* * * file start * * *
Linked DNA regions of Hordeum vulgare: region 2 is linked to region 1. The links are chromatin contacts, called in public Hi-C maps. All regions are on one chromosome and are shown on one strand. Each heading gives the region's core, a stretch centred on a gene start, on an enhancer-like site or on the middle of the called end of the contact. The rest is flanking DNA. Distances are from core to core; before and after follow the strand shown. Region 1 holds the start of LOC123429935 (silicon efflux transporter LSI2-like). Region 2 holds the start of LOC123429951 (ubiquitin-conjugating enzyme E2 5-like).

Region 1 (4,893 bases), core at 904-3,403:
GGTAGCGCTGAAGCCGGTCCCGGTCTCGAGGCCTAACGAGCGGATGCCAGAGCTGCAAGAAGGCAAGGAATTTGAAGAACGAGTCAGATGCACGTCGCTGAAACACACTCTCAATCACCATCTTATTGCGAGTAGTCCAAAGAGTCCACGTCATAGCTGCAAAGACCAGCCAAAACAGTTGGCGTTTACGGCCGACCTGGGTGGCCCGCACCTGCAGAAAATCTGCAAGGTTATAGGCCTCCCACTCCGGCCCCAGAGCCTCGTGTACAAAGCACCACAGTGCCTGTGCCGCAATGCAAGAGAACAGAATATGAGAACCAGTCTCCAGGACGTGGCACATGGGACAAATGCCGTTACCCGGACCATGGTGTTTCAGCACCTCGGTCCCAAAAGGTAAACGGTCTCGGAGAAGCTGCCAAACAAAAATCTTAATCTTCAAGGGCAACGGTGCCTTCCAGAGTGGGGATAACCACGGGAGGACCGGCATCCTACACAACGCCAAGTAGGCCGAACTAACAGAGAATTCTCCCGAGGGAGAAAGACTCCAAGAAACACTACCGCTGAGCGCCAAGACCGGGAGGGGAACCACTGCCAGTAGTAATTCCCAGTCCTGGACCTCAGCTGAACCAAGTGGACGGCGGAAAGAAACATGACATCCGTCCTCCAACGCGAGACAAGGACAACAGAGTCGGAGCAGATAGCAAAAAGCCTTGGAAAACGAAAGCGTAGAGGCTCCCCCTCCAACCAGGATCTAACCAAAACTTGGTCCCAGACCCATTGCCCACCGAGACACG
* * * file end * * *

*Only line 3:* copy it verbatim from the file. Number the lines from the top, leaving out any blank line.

GGTAGCGCTGAAGCCGGTCCCGGTCTCGAGGCCTAACGAGCGGATGCCAGAGCTGCAAGAAGGCAAGGAATTTGAAGAACGAGTCAGATGCACGTCGCTGAAACACACTCTCAATCACCATCTTATTGCGAGTAGTCCAAAGAGTCCACGTCATAGCTGCAAAGACCAGCCAAAACAGTTGGCGTTTACGGCCGACCTGGGTGGCCCGCACCTGCAGAAAATCTGCAAGGTTATAGGCCTCCCACTCCGGCCCCAGAGCCTCGTGTACAAAGCACCACAGTGCCTGTGCCGCAATGCAAGAGAACAGAATATGAGAACCAGTCTCCAGGACGTGGCACATGGGACAAATGCCGTTACCCGGACCATGGTGTTTCAGCACCTCGGTCCCAAAAGGTAAACGGTCTCGGAGAAGCTGCCAAACAAAAATCTTAATCTTCAAGGGCAACGGTGCCTTCCAGAGTGGGGATAACCACGGGAGGACCGGCATCCTACACAACGCCAAGTAGGCCGAACTAACAGAGAATTCTCCCGAGGGAGAAAGACTCCAAGAAACACTACCGCTGAGCGCCAAGACCGGGAGGGGAACCACTGCCAGTAGTAATTCCCAGTCCTGGACCTCAGCTGAACCAAGTGGACGGCGGAAAGAAACATGACATCCGTCCTCCAACGCGAGACAAGGACAACAGAGTCGGAGCAGATAGCAAAAAGCCTTGGAAAACGAAAGCGTAGAGGCTCCCCCTCCAACCAGGATCTAACCAAAACTTGGTCCCAGACCCATTGCCCACCGAGACACG